– Voilà donc, s’écria-t-il [Arché] avec amertume, les fruits de ce que nous appelons code d’honneur chez les nations civilisées ! Sont-ce là aussi les fruits des préceptes qu’enseigne l’Évangile à tous ceux qui professent la religion chrétienne, cette religion toute d’amour et de pitié, même pour des ennemis. Si j’eusse fait partie d’une expédition commandée par un chef de ces aborigènes que nous traitons de barbares sur cet hémisphère, et que je lui eusse dit : « Épargne cette maison, car elle appartient à mes amis ; j’étais errant et fugitif, et ils m’ont accueilli dans leur famille, où j’ai trouvé un père et des frères », le chef indien m’aurait répondu : « C’est bien, épargne tes amis ; il n’y a que le serpent qui mord ceux qui l’ont réchauffé près de leur feu. »
[“Behold,” said he, “the fruits of what we call the code of honor of civilized nations! Are these the fruits of Christianity, that religion of compassion which teaches us to love even our enemies? If my commander were one of these savage chiefs, whom we treat as barbarians, and I had said to him: ‘Spare this house, for it belongs to my friends. I was a wanderer and a fugitive, and they took me in and gave me a father and a brother,’ the Indian chief would have answered: ‘It is well; spare your friends; it is only the viper that stings the bosom that has warmed it.’]
Jules and Arché (Cameron of Lochiel)’s friendship will survive the War. However, Aubert de Gaspé needed the bon sauvage. New France’s Amerindians were friends of the French, but there is no entity called the Noble Savage. It is an image and a wish. However, Amerindians have a great deal of common sense. I quite agree with the Jesuits who saw Amerindians as good persons who did not need to be converted. Yet, they continued their work as missionary and a few fell victims to the Iroquois who, as noted above, were friends of the British. La Grande-Loutre is an Iroquois. The Iroquois confederacy were allies of the British and protected by the British. The French were allies of the Hurons-Wendats and protected the Hurons-Wendats.
Aubert de Gaspé went further in the rehabilitation of the defeated French. Not only did he feature the Noble Savage, but he created Cameron of Lochiel, a Scot, whose father fought at Culloden. Arché will move to Canada and have a house built, half of wish will be Dumais’s home. He saved Dumais ‘s life who saved Archie from torture and death when the Iroquois captured him. The Royal Proclamation of 1763 will be the Amerindians’s “precedent,” and is included in the 1982 Constitution Act, Canada.
As for the Quebec Act of 1774, it constitutes a “precedent” to a bilingual Canada. The French in America did not attempt to assimilate Amerindians. Monsieur d’Egmont and André Francœur have in fact left France, Europe being too civilized, to live among natives. Jules and Cameron of Lochiel will remain friends. Some of Aubert de Gaspé’s children would marry the Scots, or the English. It is not treason, but a legitimate and realistic wish to take part in the political life of Canada. Finally, persons whose origins are not the same may fall in love. The French in Quebec were happy to have escaped the French Revolution. This reaction, however, was often dictated by the clergy and the seigneurs. At any rate, Canadians must clean up a mess: Residential Schools, the remnants of Imperialism.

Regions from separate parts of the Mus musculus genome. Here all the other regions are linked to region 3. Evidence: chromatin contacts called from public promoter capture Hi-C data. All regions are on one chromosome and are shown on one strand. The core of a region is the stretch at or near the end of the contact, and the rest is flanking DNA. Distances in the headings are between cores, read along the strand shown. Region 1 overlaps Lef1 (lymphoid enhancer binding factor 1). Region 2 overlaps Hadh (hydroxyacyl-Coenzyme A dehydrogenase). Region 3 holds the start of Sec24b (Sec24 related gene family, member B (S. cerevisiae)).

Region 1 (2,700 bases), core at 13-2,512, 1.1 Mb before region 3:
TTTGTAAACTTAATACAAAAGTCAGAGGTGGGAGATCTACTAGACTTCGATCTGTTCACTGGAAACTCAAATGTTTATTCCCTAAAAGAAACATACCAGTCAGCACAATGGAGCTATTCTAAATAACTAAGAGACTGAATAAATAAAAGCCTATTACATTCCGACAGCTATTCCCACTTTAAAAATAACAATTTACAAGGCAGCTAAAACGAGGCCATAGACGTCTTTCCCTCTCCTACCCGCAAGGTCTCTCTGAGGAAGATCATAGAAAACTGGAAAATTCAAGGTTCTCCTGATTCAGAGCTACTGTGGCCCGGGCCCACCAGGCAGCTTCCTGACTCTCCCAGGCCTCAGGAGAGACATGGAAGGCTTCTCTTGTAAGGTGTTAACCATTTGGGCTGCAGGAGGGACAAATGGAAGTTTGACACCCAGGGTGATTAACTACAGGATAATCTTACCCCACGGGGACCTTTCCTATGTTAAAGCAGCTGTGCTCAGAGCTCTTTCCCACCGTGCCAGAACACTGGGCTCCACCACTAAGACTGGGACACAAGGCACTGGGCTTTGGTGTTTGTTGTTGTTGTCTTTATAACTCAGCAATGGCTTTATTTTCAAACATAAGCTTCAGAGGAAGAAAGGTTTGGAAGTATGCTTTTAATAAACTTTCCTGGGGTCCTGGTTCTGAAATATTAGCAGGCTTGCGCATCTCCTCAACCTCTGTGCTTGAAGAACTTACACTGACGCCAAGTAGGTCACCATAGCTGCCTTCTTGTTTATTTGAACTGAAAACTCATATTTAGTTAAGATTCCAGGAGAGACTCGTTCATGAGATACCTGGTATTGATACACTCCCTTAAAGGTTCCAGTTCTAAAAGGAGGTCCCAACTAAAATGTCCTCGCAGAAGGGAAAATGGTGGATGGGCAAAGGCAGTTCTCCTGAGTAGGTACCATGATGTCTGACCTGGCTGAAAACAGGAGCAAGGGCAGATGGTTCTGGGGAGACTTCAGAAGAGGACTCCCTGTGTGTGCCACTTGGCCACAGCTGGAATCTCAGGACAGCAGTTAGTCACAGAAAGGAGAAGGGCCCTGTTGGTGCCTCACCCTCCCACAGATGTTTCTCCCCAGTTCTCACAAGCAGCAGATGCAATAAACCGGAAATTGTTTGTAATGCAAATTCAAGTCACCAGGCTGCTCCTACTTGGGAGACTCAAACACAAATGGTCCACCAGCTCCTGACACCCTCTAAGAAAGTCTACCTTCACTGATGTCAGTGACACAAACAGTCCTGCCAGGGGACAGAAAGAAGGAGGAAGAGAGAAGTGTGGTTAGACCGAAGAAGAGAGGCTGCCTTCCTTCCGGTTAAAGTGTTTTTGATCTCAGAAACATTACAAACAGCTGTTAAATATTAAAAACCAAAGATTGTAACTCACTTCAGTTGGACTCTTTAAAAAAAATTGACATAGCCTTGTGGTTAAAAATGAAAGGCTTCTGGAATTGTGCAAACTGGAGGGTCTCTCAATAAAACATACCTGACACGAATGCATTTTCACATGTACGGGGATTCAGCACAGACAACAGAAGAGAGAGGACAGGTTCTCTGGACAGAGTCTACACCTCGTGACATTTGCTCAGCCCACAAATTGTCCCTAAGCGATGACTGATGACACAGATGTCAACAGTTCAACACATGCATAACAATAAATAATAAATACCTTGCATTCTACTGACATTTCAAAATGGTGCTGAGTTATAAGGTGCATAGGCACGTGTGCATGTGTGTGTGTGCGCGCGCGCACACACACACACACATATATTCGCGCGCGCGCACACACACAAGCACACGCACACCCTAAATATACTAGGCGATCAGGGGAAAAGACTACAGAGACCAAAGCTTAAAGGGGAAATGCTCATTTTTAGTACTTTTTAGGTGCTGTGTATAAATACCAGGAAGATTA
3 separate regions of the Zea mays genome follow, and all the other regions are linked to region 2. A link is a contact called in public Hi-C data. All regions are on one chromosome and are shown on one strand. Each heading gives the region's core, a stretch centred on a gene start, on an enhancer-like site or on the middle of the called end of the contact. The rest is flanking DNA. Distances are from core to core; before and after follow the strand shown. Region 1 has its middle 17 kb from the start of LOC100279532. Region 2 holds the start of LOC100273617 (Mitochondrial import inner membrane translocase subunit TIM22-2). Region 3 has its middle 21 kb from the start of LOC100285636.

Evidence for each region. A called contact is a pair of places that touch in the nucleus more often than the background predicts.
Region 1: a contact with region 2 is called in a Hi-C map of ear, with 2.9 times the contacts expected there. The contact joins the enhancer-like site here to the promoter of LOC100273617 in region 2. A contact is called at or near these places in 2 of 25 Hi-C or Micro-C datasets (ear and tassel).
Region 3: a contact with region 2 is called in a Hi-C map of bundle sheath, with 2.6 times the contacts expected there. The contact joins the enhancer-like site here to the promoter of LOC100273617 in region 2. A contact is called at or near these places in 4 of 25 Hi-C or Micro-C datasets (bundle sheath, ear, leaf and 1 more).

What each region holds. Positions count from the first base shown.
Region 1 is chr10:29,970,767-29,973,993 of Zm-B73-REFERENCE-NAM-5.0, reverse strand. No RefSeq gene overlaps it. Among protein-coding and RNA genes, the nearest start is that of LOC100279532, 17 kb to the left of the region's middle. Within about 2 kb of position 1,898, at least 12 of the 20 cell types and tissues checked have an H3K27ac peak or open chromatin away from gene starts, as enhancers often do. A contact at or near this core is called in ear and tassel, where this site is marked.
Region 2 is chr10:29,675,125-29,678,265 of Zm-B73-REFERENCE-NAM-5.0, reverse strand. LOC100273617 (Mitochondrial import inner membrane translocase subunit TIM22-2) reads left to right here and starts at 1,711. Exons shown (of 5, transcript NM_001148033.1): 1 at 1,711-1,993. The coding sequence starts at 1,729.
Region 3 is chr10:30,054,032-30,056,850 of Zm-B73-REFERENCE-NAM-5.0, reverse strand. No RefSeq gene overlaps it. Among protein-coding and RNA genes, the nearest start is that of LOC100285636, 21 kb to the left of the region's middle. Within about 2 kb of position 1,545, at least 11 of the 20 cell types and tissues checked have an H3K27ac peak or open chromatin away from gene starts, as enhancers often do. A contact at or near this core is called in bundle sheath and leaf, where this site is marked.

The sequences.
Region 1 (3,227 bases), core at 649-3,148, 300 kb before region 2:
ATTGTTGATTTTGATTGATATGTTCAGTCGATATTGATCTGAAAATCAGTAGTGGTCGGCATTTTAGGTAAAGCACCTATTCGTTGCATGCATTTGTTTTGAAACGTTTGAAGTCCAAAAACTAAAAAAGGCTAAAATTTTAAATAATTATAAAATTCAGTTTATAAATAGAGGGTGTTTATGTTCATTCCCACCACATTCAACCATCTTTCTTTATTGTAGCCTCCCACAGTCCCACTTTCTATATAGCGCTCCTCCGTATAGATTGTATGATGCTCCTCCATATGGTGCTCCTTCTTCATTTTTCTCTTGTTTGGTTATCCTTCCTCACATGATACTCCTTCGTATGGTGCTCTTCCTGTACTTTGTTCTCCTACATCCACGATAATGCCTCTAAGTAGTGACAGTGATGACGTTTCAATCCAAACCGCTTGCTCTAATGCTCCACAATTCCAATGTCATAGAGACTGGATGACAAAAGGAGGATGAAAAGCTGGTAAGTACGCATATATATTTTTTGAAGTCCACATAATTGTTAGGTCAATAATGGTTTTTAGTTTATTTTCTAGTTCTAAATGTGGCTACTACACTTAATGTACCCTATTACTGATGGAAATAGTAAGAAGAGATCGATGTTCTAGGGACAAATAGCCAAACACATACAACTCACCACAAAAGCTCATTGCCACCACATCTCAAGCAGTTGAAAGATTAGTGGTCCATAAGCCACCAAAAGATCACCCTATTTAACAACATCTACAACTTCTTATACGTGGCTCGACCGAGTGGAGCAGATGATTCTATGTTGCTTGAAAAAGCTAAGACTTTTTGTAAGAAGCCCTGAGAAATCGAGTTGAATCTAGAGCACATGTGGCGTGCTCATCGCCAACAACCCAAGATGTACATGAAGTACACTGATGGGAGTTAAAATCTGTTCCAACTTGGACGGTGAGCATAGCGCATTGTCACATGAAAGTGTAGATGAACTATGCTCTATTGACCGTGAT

I will write briefly about the Battles, but I have already done so in Canadiana.1. I must include Les Anciens Canadiens‘s Plains of Abraham.
Canadiens (French-speaking Canadians) did not own businesses…
options: colonisation & émigration
As depicted in Louis Hémon‘s Maria Chapdelaine, a novel written in the winter of 1912-1913, landless or unemployed French Canadians, called Canadiens, could be “colonisateurs” or emigrate. Colonisation, making land, was the patriotic choice but tens of thousands, nearly a million by 1890, chose to work in the United States. It is unlikely that Maria Chapdelaine’s Lorenzo Surprenant, one of her three suitors, is affluent but he is employed. Matters would change after 1929, during the Great Depression. My grandfather left Quebec’s Eastern Townships (les Cantons de l’Est) in approximately 1926, and found work. When my mother located him, in the mid-to-late 1940s, he owned a large farm in Massachusetts and lived in a well-built Colonial house. I do not know how he escaped the Great Depression of 1929.
As an émigré to the United States, my grandfather was a loss to Canada. He had to leave because he could not earn a living in his country. If I use the 1900 American statistics, most Canadians lived in Massachusetts and Michigan. The people who left Ontario settled in Michigan. My research has led me to unsuspected destinations: English-speaking Canadians were also leaving Canada. This matter I will not discuss, except to say that many worked part of the year in the United States and then returned to Ontario, where they spent their money. These were not “good” émigrés (MacLean) because they were not naturalised Americans. My grandfather was a naturalised American. He may have missed his family, four children, but when we met him, he had bought land and he lived simply but comfortably with Nanny, the woman who became our finest grandmother. They had seven cats, a Border Collie, hens, a cow, four vegetable gardens, and a beautiful flower garden, the fifth garden. However, he still went to work at a factory.